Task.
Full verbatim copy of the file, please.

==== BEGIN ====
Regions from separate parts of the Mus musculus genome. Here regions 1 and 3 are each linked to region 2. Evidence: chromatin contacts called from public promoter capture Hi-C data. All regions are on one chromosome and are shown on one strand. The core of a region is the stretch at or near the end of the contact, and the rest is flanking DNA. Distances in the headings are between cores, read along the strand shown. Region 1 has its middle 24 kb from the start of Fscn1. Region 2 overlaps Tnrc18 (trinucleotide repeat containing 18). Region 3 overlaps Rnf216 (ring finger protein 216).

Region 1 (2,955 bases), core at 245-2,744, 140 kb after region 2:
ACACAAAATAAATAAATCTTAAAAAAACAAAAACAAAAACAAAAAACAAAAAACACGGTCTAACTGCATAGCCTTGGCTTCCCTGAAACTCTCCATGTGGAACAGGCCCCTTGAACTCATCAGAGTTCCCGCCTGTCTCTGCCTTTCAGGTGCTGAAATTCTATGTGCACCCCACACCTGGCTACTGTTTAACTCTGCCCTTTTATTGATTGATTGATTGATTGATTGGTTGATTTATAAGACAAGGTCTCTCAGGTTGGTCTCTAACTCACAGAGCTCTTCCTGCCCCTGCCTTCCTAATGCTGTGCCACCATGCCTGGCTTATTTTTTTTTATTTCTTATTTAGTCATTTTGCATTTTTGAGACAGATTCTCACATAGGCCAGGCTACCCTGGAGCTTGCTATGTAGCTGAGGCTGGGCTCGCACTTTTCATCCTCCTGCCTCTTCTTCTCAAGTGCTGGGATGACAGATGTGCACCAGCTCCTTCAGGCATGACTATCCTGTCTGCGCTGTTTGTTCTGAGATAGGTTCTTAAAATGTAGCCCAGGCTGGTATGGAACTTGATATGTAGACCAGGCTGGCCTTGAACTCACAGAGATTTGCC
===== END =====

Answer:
Regions from separate parts of the Mus musculus genome. Here regions 1 and 3 are each linked to region 2. Evidence: chromatin contacts called from public promoter capture Hi-C data. All regions are on one chromosome and are shown on one strand. The core of a region is the stretch at or near the end of the contact, and the rest is flanking DNA. Distances in the headings are between cores, read along the strand shown. Region 1 has its middle 24 kb from the start of Fscn1. Region 2 overlaps Tnrc18 (trinucleotide repeat containing 18). Region 3 overlaps Rnf216 (ring finger protein 216).

Region 1 (2,955 bases), core at 245-2,744, 140 kb after region 2:
ACACAAAATAAATAAATCTTAAAAAAACAAAAACAAAAACAAAAAACAAAAAACACGGTCTAACTGCATAGCCTTGGCTTCCCTGAAACTCTCCATGTGGAACAGGCCCCTTGAACTCATCAGAGTTCCCGCCTGTCTCTGCCTTTCAGGTGCTGAAATTCTATGTGCACCCCACACCTGGCTACTGTTTAACTCTGCCCTTTTATTGATTGATTGATTGATTGATTGGTTGATTTATAAGACAAGGTCTCTCAGGTTGGTCTCTAACTCACAGAGCTCTTCCTGCCCCTGCCTTCCTAATGCTGTGCCACCATGCCTGGCTTATTTTTTTTTATTTCTTATTTAGTCATTTTGCATTTTTGAGACAGATTCTCACATAGGCCAGGCTACCCTGGAGCTTGCTATGTAGCTGAGGCTGGGCTCGCACTTTTCATCCTCCTGCCTCTTCTTCTCAAGTGCTGGGATGACAGATGTGCACCAGCTCCTTCAGGCATGACTATCCTGTCTGCGCTGTTTGTTCTGAGATAGGTTCTTAAAATGTAGCCCAGGCTGGTATGGAACTTGATATGTAGACCAGGCTGGCCTTGAACTCACAGAGATTTGCC